Intego: Did you know that if you were ever beaten up or raped you could report this?
Utuje : No, I did not know, and even now that I know I do not want to try that, the authorities abuse us too, as a result of emotions, they never listen to our side of the story, and some even laugh in our faces and accuse us that we are the ones who infect people with HIV. So, I don’t report it at all.
Intego: What do you wish could change about your situation in this profession?
Utuje : The things I wish for are probably unrealistic, but I would like the authorities to consider us too, we know it is illegal to practice prostitution in Rwanda, but is also illegal to beat and/or kill people. If we are caught in prostitution we get punished, I wish the men who abuse us too, would get punished and we would all be equal under the law as human beings.
I also suggests that the authorities could care about these young women who get pregnant or got HIV/AIDS infection without anyone to help them and try to provide the basic needs so that they prevent them from adding up to the numbers of criminals because most of us started this profession for the fear of not being able to take care of our kids.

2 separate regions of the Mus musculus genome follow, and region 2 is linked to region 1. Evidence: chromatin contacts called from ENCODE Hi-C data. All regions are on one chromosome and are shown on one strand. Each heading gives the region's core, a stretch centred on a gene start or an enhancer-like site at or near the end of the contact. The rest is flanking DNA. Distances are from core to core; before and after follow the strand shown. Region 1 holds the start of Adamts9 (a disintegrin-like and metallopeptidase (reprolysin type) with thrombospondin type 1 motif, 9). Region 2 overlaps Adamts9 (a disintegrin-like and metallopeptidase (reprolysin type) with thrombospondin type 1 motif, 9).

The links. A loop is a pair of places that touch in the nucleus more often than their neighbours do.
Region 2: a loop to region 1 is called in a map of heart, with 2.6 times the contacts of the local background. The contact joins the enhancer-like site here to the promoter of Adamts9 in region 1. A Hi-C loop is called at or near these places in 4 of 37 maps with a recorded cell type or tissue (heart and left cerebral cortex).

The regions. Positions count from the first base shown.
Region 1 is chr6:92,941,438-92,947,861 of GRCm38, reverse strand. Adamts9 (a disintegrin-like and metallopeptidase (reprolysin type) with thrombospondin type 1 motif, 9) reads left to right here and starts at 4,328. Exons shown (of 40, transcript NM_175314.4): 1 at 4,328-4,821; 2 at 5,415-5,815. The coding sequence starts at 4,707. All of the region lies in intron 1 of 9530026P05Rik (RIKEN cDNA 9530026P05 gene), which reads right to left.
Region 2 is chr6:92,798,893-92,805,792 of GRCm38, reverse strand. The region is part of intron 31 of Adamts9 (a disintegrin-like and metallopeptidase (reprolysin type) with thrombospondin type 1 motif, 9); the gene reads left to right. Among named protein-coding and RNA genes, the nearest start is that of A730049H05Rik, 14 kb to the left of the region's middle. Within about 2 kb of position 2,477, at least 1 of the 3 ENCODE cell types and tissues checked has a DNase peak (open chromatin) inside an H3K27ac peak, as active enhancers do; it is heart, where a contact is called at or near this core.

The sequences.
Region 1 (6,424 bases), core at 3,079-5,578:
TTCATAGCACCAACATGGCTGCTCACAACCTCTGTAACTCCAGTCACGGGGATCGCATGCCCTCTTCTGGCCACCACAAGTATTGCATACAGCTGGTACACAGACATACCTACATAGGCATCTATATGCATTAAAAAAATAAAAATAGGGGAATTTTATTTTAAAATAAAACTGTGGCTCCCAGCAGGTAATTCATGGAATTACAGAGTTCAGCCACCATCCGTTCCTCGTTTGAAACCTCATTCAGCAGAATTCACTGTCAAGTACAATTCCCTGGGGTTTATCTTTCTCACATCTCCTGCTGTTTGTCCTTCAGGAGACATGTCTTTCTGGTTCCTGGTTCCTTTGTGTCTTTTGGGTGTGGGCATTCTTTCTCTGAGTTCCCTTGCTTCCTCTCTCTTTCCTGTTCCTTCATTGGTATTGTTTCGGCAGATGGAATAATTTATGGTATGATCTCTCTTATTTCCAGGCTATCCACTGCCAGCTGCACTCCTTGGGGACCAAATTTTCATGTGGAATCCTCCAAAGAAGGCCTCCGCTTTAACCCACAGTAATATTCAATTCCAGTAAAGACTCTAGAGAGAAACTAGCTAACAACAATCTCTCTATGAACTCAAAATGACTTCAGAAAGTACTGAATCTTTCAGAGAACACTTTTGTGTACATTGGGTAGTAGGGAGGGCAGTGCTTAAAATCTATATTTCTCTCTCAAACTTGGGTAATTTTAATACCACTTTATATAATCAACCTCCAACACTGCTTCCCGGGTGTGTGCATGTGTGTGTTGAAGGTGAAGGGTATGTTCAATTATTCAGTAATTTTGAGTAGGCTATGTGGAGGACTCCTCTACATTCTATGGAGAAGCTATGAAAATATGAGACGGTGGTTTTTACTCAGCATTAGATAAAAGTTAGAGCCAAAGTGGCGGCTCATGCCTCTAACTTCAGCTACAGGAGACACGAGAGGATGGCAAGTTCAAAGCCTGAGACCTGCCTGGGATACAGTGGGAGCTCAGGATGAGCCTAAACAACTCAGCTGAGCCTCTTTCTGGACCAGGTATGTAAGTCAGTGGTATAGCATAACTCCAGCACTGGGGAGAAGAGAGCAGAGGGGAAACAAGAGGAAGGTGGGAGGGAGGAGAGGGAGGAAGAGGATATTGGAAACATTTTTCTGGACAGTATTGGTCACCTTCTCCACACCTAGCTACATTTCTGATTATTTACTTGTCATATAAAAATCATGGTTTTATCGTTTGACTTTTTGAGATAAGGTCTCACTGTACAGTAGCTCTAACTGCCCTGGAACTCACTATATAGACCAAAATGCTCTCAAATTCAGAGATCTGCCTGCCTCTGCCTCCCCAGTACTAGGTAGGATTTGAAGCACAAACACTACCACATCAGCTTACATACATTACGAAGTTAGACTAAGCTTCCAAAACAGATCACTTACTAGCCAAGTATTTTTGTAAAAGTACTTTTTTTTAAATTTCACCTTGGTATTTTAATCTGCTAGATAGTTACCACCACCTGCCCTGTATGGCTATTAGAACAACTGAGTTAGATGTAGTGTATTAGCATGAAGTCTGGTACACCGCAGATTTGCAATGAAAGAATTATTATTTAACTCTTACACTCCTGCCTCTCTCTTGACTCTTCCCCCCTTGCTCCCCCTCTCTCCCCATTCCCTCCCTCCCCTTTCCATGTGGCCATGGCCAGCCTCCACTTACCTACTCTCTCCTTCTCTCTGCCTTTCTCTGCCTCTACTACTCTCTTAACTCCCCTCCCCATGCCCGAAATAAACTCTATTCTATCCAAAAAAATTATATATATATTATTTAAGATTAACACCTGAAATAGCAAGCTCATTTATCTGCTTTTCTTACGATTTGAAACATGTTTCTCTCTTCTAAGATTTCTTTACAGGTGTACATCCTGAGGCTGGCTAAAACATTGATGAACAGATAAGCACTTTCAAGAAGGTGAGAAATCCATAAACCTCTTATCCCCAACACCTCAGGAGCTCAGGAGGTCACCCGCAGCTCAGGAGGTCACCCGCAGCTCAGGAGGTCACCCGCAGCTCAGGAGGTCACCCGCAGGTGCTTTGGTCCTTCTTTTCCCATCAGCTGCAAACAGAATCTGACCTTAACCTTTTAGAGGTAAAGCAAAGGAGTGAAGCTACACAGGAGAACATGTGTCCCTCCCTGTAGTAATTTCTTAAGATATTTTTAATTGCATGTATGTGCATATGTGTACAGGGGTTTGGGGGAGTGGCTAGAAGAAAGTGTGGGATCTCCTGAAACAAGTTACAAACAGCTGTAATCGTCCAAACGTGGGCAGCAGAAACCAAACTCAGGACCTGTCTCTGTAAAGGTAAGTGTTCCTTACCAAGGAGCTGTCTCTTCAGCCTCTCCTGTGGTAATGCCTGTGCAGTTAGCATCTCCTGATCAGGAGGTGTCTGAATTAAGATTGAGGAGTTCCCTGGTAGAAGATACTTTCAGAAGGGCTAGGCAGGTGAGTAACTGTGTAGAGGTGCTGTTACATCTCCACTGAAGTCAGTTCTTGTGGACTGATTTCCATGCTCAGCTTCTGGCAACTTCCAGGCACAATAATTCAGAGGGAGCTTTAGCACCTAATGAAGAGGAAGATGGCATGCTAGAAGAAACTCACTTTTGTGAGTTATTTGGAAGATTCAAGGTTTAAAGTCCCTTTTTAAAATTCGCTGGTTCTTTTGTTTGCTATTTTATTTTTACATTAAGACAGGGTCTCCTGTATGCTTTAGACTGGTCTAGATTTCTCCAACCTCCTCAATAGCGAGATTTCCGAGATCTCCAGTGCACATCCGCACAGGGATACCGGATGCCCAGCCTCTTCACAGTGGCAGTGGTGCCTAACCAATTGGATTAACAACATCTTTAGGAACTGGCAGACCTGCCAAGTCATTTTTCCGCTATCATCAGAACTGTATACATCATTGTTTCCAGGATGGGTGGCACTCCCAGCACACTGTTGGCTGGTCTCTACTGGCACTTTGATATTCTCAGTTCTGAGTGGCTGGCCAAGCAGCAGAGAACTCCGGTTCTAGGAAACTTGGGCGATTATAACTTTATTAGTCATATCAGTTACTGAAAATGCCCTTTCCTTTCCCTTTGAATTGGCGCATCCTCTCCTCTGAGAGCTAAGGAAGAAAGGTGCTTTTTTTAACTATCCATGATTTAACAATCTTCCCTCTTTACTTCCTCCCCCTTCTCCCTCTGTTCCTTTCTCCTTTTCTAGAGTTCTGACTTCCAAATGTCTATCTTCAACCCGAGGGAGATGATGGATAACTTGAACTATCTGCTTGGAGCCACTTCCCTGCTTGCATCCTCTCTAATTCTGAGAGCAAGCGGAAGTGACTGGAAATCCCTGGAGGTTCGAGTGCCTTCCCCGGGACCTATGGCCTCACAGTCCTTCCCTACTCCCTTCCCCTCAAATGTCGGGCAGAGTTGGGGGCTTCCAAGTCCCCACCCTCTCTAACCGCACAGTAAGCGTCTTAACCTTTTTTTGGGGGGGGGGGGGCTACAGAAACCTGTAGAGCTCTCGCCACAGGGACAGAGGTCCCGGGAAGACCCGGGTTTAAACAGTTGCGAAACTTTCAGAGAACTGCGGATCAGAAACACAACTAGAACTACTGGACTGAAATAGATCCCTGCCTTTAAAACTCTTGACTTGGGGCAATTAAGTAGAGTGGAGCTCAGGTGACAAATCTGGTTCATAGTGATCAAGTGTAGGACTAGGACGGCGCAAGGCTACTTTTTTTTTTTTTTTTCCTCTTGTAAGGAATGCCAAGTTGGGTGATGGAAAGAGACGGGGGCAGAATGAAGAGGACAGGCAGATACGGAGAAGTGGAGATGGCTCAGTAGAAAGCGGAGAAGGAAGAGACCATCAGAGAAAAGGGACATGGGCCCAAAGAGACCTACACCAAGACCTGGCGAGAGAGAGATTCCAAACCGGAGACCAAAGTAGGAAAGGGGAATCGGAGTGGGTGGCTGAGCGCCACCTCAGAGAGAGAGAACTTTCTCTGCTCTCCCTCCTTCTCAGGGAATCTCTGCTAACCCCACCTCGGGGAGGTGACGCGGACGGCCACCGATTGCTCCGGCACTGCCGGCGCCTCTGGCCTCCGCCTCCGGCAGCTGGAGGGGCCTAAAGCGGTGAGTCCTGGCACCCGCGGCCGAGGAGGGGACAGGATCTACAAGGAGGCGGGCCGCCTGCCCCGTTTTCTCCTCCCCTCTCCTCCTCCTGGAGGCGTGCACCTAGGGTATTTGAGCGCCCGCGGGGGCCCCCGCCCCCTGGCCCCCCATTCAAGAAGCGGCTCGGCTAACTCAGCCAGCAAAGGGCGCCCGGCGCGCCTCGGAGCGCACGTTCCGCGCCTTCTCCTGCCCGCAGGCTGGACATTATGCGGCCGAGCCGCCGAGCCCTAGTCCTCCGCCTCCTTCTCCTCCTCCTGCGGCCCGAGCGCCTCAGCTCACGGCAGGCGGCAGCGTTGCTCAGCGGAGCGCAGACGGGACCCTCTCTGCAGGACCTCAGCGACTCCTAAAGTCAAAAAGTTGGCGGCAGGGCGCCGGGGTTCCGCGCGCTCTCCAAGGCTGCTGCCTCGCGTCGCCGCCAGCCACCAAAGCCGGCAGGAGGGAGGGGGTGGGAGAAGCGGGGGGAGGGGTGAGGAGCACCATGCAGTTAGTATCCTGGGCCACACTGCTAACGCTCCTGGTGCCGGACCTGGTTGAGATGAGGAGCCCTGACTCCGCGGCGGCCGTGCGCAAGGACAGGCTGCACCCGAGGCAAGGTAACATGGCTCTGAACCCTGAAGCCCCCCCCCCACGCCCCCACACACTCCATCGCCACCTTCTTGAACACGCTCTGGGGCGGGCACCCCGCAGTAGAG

Intego: Don’t you know that RBC helps people to unit in cooperatives and help them to start their own business instead continue to be sex workers?
Utuje : Sometimes they help us, but most of times, the local leaders profit from our projects at the end, you find yourself in the same situation as before
“You, as the media, you could help us by advocating for us to the authorities, we don’t want to be killed, just because we were forced to make bad choices in life, out of abandonment and desperation, deep inside we are still human beings with the basic human rights.”